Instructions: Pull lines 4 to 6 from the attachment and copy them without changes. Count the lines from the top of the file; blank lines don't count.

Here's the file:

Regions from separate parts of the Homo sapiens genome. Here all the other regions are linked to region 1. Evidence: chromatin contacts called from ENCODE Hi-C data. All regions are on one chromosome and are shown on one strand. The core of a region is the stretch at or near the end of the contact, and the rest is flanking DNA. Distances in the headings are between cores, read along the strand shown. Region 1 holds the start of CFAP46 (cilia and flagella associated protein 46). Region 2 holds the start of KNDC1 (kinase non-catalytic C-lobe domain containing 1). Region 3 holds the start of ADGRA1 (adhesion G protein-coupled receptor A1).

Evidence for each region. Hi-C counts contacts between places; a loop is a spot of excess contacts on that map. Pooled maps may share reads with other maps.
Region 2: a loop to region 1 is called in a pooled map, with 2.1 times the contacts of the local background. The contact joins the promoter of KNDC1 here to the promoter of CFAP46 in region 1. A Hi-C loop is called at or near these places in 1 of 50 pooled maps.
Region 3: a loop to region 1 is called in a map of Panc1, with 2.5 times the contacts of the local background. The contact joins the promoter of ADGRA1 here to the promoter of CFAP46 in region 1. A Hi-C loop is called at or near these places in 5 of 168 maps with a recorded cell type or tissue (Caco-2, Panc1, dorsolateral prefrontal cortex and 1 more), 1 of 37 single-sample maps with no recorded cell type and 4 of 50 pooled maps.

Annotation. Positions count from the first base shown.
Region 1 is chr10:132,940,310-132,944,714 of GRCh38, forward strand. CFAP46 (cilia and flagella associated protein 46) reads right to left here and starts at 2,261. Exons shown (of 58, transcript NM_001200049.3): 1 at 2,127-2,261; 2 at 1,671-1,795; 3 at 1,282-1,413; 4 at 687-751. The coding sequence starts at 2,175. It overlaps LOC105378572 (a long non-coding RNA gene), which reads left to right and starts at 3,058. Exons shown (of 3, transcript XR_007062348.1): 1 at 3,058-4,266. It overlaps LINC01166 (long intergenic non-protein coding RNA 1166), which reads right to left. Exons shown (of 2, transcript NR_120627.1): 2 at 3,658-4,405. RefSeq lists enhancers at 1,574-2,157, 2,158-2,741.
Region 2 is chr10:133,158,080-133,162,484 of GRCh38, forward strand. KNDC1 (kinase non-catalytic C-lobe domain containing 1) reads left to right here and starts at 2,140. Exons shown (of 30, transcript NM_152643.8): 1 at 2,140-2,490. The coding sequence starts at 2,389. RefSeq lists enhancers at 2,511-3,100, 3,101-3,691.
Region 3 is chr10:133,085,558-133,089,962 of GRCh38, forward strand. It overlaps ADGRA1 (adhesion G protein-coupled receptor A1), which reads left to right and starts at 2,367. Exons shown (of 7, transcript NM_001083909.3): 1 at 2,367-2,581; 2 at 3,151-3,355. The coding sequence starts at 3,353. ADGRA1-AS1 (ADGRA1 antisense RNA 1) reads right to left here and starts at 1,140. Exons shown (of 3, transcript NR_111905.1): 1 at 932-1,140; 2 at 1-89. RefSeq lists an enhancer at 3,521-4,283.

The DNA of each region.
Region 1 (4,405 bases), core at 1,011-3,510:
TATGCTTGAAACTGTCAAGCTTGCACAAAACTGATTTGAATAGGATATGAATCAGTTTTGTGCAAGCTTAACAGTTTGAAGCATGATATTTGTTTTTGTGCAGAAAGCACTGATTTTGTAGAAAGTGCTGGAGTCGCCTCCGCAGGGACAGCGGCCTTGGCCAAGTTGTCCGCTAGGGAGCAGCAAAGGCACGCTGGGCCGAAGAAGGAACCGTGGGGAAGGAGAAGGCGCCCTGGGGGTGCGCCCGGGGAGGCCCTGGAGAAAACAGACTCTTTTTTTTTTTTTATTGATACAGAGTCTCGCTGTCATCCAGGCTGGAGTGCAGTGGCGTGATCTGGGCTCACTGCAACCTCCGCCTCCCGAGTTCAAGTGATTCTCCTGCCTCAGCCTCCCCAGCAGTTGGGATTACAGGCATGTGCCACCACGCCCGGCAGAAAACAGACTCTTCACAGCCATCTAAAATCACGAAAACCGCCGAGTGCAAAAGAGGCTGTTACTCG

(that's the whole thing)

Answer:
Region 3: a loop to region 1 is called in a map of Panc1, with 2.5 times the contacts of the local background. The contact joins the promoter of ADGRA1 here to the promoter of CFAP46 in region 1. A Hi-C loop is called at or near these places in 5 of 168 maps with a recorded cell type or tissue (Caco-2, Panc1, dorsolateral prefrontal cortex and 1 more), 1 of 37 single-sample maps with no recorded cell type and 4 of 50 pooled maps.

Annotation. Positions count from the first base shown.
Region 1 is chr10:132,940,310-132,944,714 of GRCh38, forward strand. CFAP46 (cilia and flagella associated protein 46) reads right to left here and starts at 2,261. Exons shown (of 58, transcript NM_001200049.3): 1 at 2,127-2,261; 2 at 1,671-1,795; 3 at 1,282-1,413; 4 at 687-751. The coding sequence starts at 2,175. It overlaps LOC105378572 (a long non-coding RNA gene), which reads left to right and starts at 3,058. Exons shown (of 3, transcript XR_007062348.1): 1 at 3,058-4,266. It overlaps LINC01166 (long intergenic non-protein coding RNA 1166), which reads right to left. Exons shown (of 2, transcript NR_120627.1): 2 at 3,658-4,405. RefSeq lists enhancers at 1,574-2,157, 2,158-2,741.